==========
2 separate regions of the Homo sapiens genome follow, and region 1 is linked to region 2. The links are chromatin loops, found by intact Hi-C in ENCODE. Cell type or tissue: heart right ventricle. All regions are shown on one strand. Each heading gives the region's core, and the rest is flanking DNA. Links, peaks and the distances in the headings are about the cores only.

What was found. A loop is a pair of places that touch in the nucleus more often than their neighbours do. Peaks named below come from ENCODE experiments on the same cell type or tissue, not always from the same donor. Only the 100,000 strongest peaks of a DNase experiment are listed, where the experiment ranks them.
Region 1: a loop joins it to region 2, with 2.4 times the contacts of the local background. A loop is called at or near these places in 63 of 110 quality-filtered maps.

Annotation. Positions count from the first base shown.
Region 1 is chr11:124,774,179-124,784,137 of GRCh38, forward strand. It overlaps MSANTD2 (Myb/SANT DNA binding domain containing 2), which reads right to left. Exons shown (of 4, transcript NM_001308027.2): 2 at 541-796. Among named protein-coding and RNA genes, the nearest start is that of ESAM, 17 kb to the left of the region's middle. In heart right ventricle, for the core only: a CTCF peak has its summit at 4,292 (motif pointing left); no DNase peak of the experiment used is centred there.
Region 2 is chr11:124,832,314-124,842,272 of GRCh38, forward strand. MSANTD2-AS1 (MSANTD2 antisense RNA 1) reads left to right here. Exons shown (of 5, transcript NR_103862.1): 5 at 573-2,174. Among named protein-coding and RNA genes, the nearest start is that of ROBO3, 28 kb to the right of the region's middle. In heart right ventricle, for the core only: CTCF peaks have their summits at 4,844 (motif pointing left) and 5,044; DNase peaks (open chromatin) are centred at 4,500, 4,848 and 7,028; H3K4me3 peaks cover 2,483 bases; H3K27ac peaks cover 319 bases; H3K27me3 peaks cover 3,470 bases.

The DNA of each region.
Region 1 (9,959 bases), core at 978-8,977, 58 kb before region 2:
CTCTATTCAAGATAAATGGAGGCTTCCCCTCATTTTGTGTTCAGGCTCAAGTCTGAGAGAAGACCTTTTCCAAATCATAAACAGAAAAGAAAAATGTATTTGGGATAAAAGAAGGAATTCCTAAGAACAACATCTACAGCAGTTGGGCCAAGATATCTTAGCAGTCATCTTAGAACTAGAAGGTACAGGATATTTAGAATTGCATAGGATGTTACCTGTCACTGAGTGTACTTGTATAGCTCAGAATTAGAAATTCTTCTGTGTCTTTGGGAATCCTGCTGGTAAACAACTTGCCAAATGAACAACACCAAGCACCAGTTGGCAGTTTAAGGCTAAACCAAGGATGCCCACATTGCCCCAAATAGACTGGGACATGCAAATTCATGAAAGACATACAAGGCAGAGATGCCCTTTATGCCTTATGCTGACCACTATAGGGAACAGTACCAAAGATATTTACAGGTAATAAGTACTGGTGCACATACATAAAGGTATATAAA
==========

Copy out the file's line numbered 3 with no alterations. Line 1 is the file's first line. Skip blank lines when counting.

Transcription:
Region 1: a loop joins it to region 2, with 2.4 times the contacts of the local background. A loop is called at or near these places in 63 of 110 quality-filtered maps.